Live from Relish, Northwest Philly's Election Day political hotspot
The Famous Fourth Street Delicatessen near South Street has long been Election Day's place for politicos to see and be seen. That continues to this day.
However, state Rep. Dwight Evans has helped fashion another electoral hot spot at Relish restaurant on the same block of Ogontz Avenue as his West Oak Lane district office.
To be sure, Tuesday saw a slew of names that would be bolded in a political-gossip column.
In no particular order, Evans was joined by U.S. Rep. Chaka Fattah, Mayor Michael Nutter, City Commissioner Stephanie Singer, state Sen. Anthony Williams, City Council President Darrell Clarke, District Attorney Seth Williams and City Councilmembers Curtis Jones Jr., Marian Tasco, Bill Green, Maria Quinones Sanchez and Blondell Reynolds Brown among many others.
Also on hand was aspiring City Controller Bret Mandel who said turnout has been great today, but that it was a "little depressing" to think about how it won't match these same numbers when he seeks office in May.
Evans proudly pointed out two tables of international visitors who were observing the American political process with their own eyes for the first time (and tasting Relish's menu, as well, since there was a large spread out in the Ogontz Ave. establishment).
Voter ID remains a local and national issue
For much of the afternoon event, the center of attention at Relish was national NAACP President Benjamin Jealous who spoke with NewsWorks about the voter-ID issue and controversy.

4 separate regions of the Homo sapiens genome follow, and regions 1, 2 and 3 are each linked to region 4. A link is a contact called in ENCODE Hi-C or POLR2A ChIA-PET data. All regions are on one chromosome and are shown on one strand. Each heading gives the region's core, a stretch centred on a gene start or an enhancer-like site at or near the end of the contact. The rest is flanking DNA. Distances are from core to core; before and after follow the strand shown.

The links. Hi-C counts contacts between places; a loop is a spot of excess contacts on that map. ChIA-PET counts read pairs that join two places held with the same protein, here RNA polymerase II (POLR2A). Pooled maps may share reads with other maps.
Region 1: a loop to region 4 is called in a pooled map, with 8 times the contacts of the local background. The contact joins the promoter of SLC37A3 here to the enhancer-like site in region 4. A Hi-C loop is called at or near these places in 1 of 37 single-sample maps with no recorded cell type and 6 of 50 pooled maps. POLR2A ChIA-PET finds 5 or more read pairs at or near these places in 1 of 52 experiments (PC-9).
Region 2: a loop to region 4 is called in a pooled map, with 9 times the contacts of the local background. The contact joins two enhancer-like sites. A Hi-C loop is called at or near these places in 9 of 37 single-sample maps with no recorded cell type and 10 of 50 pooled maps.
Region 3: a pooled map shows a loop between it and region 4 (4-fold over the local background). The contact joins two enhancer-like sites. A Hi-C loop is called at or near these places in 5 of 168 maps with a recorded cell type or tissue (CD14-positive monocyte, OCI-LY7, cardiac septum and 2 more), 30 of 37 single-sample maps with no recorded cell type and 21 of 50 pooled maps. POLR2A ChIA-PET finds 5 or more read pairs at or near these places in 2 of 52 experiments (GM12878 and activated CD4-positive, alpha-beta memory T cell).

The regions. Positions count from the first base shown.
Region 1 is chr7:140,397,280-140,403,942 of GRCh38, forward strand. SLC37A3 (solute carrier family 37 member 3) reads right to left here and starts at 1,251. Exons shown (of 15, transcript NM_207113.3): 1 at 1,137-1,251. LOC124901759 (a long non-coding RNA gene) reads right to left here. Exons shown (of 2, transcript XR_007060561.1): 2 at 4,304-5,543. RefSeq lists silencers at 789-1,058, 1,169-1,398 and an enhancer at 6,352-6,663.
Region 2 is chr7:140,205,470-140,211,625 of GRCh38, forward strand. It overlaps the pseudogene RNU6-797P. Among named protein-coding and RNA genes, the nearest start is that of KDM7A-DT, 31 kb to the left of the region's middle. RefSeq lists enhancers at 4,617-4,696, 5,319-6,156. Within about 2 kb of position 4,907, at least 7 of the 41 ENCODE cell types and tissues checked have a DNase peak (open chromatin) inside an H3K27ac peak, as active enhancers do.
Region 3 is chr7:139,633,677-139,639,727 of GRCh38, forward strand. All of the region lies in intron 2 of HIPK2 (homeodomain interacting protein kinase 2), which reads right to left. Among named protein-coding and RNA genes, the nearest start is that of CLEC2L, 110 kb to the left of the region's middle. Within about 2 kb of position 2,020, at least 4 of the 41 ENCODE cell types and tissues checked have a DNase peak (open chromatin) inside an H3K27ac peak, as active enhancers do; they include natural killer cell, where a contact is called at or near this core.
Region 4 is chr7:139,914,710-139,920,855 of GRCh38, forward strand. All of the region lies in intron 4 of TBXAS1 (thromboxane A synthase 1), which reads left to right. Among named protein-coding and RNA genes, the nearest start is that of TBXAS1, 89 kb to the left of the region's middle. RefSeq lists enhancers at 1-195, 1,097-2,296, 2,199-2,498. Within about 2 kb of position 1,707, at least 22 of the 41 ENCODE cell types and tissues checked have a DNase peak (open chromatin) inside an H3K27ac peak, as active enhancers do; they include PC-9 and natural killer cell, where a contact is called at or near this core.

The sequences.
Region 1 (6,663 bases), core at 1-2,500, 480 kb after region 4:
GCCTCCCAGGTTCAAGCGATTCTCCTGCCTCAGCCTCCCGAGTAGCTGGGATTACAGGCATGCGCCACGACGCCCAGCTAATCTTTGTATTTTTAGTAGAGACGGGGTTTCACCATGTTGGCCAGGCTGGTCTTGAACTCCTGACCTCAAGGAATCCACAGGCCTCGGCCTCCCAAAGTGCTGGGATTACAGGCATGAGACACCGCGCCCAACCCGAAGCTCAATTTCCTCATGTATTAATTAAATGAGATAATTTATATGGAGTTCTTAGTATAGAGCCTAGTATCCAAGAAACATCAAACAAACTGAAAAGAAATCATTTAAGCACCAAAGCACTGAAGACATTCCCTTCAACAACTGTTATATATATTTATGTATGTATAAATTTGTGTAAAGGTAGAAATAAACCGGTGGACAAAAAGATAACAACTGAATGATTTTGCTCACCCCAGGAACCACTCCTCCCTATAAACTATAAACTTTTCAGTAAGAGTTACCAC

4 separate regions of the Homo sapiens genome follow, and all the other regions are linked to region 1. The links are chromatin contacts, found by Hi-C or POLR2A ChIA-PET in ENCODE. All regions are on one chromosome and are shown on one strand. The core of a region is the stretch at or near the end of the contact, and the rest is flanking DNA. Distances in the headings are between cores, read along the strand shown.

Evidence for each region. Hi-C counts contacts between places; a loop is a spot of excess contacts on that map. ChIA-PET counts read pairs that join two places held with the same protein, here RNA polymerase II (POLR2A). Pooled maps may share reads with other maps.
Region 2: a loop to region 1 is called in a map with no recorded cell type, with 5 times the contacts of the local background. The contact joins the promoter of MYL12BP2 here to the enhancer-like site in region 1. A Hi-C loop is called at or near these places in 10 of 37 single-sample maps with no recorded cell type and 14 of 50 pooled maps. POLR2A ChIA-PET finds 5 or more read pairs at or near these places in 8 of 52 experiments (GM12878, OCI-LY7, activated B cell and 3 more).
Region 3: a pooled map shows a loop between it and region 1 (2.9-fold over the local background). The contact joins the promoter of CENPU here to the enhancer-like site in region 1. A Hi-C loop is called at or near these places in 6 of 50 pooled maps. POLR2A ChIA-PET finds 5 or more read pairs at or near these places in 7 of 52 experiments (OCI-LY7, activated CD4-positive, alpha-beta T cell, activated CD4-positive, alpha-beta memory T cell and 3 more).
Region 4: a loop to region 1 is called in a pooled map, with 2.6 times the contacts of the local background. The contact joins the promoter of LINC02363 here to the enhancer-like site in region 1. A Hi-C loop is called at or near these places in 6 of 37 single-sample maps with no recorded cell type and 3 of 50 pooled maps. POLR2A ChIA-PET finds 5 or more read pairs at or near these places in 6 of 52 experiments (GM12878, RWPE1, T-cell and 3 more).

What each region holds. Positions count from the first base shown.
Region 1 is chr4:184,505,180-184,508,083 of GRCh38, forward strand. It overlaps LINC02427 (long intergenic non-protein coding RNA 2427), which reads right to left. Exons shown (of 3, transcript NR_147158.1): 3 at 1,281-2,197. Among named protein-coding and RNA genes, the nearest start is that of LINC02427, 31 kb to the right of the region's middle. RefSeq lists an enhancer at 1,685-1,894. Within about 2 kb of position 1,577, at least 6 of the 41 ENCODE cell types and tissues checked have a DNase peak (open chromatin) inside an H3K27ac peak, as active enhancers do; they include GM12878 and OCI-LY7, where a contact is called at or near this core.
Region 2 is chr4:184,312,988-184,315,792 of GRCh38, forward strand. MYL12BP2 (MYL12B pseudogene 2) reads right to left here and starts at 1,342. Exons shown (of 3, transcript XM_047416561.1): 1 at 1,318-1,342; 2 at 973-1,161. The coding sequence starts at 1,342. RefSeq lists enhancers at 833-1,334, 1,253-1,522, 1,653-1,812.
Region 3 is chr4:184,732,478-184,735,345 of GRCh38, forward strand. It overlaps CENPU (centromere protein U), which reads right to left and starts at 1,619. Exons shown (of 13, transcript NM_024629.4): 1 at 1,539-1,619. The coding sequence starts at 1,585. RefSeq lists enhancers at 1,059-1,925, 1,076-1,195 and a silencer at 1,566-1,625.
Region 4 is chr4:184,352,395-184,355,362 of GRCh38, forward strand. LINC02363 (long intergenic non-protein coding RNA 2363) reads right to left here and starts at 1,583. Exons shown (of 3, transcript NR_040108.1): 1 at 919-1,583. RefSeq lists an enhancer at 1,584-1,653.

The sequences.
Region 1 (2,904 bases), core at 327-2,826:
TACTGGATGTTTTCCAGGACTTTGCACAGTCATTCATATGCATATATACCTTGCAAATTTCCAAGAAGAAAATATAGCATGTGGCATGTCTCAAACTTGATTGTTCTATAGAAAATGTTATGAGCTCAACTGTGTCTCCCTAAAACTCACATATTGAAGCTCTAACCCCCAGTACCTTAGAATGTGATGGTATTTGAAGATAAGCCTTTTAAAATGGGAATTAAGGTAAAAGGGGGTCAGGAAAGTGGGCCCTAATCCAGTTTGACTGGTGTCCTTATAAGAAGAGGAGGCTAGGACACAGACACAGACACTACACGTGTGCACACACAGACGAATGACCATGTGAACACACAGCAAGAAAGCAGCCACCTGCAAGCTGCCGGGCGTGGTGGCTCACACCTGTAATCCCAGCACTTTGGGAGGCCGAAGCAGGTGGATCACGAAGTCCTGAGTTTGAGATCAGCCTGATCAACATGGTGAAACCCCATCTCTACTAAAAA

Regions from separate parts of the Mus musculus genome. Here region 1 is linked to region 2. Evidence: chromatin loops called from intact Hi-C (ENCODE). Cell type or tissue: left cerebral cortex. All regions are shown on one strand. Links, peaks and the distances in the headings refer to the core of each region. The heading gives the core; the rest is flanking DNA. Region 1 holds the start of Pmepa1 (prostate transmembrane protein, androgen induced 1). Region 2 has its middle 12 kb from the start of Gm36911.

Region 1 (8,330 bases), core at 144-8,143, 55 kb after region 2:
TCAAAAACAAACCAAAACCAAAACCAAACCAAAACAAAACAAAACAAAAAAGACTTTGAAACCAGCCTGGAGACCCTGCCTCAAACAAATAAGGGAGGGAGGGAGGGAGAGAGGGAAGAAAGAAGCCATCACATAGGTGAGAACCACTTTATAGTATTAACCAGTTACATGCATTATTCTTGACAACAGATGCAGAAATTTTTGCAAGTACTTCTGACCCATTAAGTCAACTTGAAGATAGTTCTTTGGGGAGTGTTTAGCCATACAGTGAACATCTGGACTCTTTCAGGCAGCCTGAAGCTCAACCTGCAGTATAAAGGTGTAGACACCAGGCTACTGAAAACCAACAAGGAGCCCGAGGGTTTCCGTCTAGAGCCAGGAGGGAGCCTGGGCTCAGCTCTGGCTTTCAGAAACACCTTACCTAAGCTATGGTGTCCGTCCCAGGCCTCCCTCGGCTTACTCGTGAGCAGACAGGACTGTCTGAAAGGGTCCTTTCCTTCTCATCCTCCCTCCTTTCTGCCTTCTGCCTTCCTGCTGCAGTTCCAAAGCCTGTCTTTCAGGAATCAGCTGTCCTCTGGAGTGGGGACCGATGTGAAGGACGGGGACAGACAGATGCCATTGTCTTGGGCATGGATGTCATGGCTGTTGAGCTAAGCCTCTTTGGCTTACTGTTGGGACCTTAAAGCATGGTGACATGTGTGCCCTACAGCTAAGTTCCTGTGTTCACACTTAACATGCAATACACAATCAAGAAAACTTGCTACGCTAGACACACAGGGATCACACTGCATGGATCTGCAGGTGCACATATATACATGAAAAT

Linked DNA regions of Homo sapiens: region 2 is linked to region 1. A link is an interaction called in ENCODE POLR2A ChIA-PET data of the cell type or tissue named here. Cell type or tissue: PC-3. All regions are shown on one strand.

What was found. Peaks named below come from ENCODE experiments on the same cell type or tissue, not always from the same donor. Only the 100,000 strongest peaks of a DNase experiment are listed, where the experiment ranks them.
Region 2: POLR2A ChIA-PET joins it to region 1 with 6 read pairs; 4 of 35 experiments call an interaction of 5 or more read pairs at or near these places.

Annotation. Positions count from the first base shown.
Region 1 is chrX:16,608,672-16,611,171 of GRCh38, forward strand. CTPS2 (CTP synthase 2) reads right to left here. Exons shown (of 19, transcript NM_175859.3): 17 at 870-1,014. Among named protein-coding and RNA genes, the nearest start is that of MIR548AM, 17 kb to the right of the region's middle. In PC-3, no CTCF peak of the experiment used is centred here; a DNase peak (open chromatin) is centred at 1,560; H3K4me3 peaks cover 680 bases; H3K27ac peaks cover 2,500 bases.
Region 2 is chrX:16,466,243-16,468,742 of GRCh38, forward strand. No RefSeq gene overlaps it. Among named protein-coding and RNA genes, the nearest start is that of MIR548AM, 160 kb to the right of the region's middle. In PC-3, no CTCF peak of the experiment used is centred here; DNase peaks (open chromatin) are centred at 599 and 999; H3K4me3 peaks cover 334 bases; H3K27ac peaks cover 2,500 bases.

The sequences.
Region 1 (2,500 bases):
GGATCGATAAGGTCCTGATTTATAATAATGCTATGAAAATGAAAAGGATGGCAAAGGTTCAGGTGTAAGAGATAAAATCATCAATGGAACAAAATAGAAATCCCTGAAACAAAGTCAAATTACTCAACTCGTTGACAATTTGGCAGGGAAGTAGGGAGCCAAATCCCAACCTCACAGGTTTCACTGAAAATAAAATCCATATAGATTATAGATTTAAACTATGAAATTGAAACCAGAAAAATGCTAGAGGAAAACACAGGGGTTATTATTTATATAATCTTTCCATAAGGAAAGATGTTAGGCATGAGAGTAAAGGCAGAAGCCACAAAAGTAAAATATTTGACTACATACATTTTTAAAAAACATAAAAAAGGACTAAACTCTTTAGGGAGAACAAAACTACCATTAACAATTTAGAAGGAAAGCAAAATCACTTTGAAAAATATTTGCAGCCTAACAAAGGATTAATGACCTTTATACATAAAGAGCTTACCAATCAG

Noting that the anti-disenfranchisement efforts have beared some successes, "There are still some concerns in Philadelphia."
He pointed out that while touring the city Tuesday, he had heard of several instances of misleading ID-requirement posters being posted in polling places. (An aide told NewsWorks that he would be emailing pictures of said locations this afternoon).
Jealous said these issues are more pronounced in North Carolina.
"There is more voter intimidation [in Pennsylvania] now than four years ago," Jealous said. "Speaking with the head of the North Carolina Board of Elections, he said he has not seen this level of voter intimidation in 20 years."
Regarding the voter ID push, Jealous said "unfortunately, there are extremists in some parties who want to take shortcuts, people using the law to suppress the vote." He said that sort of effort dates back to the founding of America when women, non-whites and men who did not own land were excluded from having a say.
Nutter warns of long lines at night
Mayor Nutter said that most voter-ID related issues had been addressed Tuesday morning, as far as he'd heard. When NewsWorks alerted him about the issue of an Obama mural inside a polling place, he noted that the judge was right to err on the side of caution and order it covered up.
Speaking about turnout, Nutter said he was the 65th person to vote around 7:45 a.m. at John C. Anderson Cultural Center, 5301 Overbrook Ave. He had to wait a while in queue and pointed out that "I'm from West Philly. There is no jumping in line no matter who you are."
He predicted long waits during the dinner-time rush to the polls but urged voters to wait until they cast a ballot.
"I've seen people wait in long lines for the lottery, especially when the Powerball is a big prize," said Nutter. "A long line is worth it to get four more years of a great president."
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